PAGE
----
Caring for Your Athlete After Concussion

by Chelsea Ortega, DPT, SCS, CSCS

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As a parent or coach, it’s difficult to know the best way to help your athlete recover from concussion. The following are recommendations for how to aid in their recovery and be their strongest advocate.

1. Removal from play must be immediate!

  • If someone sustains a direct or indirect blow and a concussion is suspected, they should be taken out of the activity immediately.
  • This helps prevent second impact syndrome and decreases the risk of prolonged recovery.

2. Ensure that your athlete receives a thorough evaluation by a trained, multi-disciplinary team

  • This allows for your athlete to have a complete, well-rounded evaluation to determine your athlete’s specific deficits for the best treatment possible.
  • Remember that supervised aerobic exercise is essential EARLY ON in the recovery process – reach out to your physical therapist as soon as possible!

3. Encourage good nutrition

  • The brain is active and requires a constant supply of energy. In fact, it uses about 25% of total body glucose and 15% of our oxygen. Good nutrition is essential for brain function and healing.
  • Help your athlete to make nutrient-rich, high-quality food choices, including lean proteins, quality carbohydrates, healthy fats and colorful fruits and vegetables.
  • Avoid low-nutrient foods and beverages such as high sugar foods, processed foods, fried foods, high salt foods, caffeine and alcohol.
  • Encourage a meal or snack every 3-4 hours. Often, these athletes won’t feel hungry as they aren’t burning the same amount of energy – but they need nutrients to heal!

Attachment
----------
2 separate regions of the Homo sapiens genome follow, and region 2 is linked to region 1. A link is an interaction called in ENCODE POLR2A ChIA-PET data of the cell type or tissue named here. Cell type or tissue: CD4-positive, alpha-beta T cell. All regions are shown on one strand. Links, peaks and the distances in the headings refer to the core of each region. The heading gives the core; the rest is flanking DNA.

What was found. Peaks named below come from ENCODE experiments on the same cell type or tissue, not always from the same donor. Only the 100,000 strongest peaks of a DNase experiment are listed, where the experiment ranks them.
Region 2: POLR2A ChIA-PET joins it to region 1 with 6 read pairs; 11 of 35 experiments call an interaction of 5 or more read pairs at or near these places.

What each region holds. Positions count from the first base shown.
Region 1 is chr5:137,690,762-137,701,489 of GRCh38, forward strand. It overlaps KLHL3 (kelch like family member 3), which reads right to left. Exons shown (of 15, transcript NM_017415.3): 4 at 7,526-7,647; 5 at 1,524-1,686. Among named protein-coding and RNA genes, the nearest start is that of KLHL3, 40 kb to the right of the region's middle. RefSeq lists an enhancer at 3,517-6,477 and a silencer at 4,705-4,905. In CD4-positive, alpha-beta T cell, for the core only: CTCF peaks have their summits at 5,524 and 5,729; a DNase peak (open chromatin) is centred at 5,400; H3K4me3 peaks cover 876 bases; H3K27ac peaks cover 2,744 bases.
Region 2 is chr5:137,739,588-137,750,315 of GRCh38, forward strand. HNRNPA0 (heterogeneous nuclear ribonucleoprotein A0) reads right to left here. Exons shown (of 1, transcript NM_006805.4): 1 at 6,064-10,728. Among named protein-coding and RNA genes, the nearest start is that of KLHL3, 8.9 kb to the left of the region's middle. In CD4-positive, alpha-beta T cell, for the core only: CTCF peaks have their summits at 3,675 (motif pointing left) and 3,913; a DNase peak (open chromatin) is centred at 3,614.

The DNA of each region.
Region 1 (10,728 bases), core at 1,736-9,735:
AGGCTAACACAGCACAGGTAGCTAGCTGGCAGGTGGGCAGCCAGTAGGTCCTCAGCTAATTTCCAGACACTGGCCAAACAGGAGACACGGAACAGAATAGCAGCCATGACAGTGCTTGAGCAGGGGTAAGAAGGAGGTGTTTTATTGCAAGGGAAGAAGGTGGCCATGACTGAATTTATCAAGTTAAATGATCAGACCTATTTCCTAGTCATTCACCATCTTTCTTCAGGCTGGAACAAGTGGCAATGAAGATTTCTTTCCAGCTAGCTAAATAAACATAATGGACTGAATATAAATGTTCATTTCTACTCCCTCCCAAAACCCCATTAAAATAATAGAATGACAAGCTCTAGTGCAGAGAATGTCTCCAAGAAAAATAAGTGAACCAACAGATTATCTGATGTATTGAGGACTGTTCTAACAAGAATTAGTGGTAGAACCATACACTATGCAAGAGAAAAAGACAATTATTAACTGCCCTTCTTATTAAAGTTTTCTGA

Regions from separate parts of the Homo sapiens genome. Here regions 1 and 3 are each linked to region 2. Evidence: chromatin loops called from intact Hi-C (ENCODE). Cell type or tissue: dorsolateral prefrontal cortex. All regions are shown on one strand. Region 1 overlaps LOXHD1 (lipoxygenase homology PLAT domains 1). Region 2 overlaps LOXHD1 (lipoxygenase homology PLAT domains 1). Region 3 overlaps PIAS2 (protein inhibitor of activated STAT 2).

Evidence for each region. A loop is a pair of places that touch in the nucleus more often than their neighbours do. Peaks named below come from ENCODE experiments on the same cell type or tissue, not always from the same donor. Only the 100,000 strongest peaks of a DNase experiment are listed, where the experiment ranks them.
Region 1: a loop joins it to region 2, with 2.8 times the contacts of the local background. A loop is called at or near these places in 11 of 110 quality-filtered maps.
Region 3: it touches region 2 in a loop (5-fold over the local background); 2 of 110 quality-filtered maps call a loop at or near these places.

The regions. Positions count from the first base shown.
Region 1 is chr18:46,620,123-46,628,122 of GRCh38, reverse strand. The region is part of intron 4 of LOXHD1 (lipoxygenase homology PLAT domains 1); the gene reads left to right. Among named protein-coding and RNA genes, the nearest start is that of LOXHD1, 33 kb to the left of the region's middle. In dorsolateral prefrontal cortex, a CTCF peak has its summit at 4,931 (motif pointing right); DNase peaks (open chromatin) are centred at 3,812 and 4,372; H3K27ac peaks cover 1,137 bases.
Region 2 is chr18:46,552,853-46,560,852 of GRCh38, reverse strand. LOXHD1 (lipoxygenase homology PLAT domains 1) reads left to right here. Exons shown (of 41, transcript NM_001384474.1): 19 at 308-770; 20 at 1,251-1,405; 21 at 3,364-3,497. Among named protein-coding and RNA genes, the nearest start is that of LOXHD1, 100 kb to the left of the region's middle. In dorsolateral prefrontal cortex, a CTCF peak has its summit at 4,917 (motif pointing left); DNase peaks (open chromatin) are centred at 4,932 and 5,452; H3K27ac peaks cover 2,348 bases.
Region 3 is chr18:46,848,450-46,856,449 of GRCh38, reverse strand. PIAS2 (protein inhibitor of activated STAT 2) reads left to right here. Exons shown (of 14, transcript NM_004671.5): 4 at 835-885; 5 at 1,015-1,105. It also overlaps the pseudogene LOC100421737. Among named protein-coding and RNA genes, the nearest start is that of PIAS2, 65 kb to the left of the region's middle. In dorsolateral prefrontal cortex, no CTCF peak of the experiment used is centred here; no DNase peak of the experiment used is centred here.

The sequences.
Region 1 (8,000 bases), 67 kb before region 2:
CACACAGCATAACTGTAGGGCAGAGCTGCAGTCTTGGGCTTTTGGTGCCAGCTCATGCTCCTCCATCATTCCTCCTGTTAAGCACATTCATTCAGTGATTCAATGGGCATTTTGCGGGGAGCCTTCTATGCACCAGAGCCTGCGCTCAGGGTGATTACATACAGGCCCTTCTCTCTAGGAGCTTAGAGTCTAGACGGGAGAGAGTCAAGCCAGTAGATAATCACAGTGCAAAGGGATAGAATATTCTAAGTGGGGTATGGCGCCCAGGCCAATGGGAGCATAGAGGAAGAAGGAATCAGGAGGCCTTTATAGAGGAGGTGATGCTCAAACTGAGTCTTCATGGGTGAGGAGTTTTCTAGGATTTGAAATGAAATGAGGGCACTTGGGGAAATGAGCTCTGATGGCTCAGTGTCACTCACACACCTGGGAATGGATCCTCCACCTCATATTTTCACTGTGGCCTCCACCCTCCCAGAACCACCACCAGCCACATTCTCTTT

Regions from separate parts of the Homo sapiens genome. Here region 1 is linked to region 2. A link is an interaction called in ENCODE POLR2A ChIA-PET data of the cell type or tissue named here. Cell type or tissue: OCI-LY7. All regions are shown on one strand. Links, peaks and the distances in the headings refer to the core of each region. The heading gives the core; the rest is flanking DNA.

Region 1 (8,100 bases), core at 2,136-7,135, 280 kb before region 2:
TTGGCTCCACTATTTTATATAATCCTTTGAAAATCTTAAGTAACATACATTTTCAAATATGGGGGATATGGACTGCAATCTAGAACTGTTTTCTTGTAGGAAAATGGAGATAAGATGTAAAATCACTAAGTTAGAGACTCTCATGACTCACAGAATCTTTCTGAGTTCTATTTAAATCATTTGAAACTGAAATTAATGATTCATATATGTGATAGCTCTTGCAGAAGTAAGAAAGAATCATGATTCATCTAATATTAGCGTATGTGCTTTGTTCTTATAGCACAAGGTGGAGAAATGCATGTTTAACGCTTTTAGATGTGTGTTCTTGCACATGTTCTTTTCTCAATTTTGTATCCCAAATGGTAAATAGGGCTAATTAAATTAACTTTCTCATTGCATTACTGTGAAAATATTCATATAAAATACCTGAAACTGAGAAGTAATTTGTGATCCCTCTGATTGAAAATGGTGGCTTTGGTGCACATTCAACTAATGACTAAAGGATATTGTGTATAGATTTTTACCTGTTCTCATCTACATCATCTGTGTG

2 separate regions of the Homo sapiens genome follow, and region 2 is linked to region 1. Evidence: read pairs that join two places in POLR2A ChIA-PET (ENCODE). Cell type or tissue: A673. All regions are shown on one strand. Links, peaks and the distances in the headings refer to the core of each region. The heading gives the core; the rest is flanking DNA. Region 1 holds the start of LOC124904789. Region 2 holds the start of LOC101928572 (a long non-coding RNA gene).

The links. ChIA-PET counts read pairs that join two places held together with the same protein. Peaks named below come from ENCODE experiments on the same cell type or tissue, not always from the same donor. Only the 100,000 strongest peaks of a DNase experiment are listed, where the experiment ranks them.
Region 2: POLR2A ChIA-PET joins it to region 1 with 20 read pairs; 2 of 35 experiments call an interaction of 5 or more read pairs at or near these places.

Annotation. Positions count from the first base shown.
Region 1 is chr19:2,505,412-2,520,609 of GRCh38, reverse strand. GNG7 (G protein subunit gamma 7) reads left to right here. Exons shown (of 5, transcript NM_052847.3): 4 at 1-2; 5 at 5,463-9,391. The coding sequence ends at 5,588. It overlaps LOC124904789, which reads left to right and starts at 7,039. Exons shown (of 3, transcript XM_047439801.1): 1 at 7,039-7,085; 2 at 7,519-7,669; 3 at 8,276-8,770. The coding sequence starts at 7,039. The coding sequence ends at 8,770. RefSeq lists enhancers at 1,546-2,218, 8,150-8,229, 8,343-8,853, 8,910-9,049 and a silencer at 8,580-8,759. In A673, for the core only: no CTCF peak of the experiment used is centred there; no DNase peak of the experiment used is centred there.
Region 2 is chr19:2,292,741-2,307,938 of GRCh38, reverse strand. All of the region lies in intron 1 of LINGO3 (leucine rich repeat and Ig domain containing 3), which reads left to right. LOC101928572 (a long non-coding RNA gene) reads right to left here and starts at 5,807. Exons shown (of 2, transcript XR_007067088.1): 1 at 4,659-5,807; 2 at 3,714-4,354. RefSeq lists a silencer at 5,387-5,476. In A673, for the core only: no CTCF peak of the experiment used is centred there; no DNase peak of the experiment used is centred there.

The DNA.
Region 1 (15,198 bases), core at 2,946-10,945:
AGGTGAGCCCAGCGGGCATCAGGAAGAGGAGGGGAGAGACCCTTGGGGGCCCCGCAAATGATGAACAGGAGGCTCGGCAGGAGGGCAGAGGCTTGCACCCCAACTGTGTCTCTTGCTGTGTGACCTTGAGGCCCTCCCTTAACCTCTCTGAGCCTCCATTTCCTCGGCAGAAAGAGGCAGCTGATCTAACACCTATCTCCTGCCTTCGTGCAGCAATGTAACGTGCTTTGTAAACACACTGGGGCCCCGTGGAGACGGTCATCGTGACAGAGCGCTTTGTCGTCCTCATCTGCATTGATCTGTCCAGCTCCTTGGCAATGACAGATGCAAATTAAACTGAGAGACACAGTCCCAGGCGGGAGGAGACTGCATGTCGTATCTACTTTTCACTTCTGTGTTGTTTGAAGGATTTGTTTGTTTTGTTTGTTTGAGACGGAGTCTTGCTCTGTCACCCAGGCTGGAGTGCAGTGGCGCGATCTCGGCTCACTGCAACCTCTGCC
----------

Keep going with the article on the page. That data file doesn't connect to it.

• Add foods or supplements rich in omega-3 fatty acids. Foods high in omega-3 fatty acids include salmon, tuna, cod, flax seed, chia seeds and walnuts.

4. Encourage good sleep habits

  • Sleep hygiene is essential for concussion recovery, as symptoms often include too little sleep, too much sleep or trouble falling asleep.
  • Help your athlete to set and maintain a regular sleep schedule. Limit naps and screen time. Encourage your athlete to spend time outside and use the bed for sleeping only.
  • Avoid caffeine, alcohol and nicotine to help improve sleep patterns.

5. Advocate for academic and work accommodations

  • Athletes are often students or employees before being athletes. They should be fully returned to learning and/or working before they return to sport.
  • Research demonstrates that symptoms can increase when returning to work or school and therefore, introduction to cognitive load (i.e. school or work tasks) should be slow and gradual. This can be achieved through the use of accommodations.
  • There are many tools to help those recovering from concussion to succeed in these environments and standing up for your athlete can help them access these accommodations.

Once your athlete has fully returned to school and is symptom-free, they can then begin their return-to-play protocol under the direction of their medical team. Please reach out for further guidance or to schedule an appointment with a physical therapist. For more on PT for concussion, check out the other parts of this series:

What is a Concussion?

Concussion Treatment: Let’s Get Moving!

Concussion Hot Topics

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